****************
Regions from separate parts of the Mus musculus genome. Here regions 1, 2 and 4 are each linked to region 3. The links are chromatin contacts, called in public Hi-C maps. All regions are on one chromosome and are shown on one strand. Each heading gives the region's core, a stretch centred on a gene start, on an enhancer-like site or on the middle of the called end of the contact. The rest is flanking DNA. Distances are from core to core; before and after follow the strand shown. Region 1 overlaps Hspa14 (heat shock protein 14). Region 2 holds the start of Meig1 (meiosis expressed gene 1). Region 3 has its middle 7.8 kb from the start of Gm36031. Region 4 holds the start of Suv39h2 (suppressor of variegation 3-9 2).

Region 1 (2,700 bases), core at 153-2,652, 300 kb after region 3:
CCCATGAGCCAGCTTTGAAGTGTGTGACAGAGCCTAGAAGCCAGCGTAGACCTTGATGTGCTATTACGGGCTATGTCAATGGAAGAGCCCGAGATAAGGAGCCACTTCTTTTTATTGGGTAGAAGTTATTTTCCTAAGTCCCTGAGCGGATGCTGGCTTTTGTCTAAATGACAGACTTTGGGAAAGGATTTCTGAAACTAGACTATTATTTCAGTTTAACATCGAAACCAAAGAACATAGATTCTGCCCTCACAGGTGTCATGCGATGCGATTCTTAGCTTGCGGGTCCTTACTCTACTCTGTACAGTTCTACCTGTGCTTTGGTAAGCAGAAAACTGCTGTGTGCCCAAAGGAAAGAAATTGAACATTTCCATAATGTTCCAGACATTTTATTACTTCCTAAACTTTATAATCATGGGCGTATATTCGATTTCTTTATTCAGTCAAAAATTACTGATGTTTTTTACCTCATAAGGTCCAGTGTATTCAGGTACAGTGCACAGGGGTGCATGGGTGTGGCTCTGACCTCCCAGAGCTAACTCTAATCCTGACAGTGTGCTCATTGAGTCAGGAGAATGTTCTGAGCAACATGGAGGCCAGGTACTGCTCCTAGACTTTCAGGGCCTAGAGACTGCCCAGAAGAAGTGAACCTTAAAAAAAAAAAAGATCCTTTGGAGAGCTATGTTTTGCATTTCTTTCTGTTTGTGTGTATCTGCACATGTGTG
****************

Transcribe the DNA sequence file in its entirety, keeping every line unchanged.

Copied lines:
Regions from separate parts of the Mus musculus genome. Here regions 1, 2 and 4 are each linked to region 3. The links are chromatin contacts, called in public Hi-C maps. All regions are on one chromosome and are shown on one strand. Each heading gives the region's core, a stretch centred on a gene start, on an enhancer-like site or on the middle of the called end of the contact. The rest is flanking DNA. Distances are from core to core; before and after follow the strand shown. Region 1 overlaps Hspa14 (heat shock protein 14). Region 2 holds the start of Meig1 (meiosis expressed gene 1). Region 3 has its middle 7.8 kb from the start of Gm36031. Region 4 holds the start of Suv39h2 (suppressor of variegation 3-9 2).

Region 1 (2,700 bases), core at 153-2,652, 300 kb after region 3:
CCCATGAGCCAGCTTTGAAGTGTGTGACAGAGCCTAGAAGCCAGCGTAGACCTTGATGTGCTATTACGGGCTATGTCAATGGAAGAGCCCGAGATAAGGAGCCACTTCTTTTTATTGGGTAGAAGTTATTTTCCTAAGTCCCTGAGCGGATGCTGGCTTTTGTCTAAATGACAGACTTTGGGAAAGGATTTCTGAAACTAGACTATTATTTCAGTTTAACATCGAAACCAAAGAACATAGATTCTGCCCTCACAGGTGTCATGCGATGCGATTCTTAGCTTGCGGGTCCTTACTCTACTCTGTACAGTTCTACCTGTGCTTTGGTAAGCAGAAAACTGCTGTGTGCCCAAAGGAAAGAAATTGAACATTTCCATAATGTTCCAGACATTTTATTACTTCCTAAACTTTATAATCATGGGCGTATATTCGATTTCTTTATTCAGTCAAAAATTACTGATGTTTTTTACCTCATAAGGTCCAGTGTATTCAGGTACAGTGCACAGGGGTGCATGGGTGTGGCTCTGACCTCCCAGAGCTAACTCTAATCCTGACAGTGTGCTCATTGAGTCAGGAGAATGTTCTGAGCAACATGGAGGCCAGGTACTGCTCCTAGACTTTCAGGGCCTAGAGACTGCCCAGAAGAAGTGAACCTTAAAAAAAAAAAAGATCCTTTGGAGAGCTATGTTTTGCATTTCTTTCTGTTTGTGTGTATCTGCACATGTGTG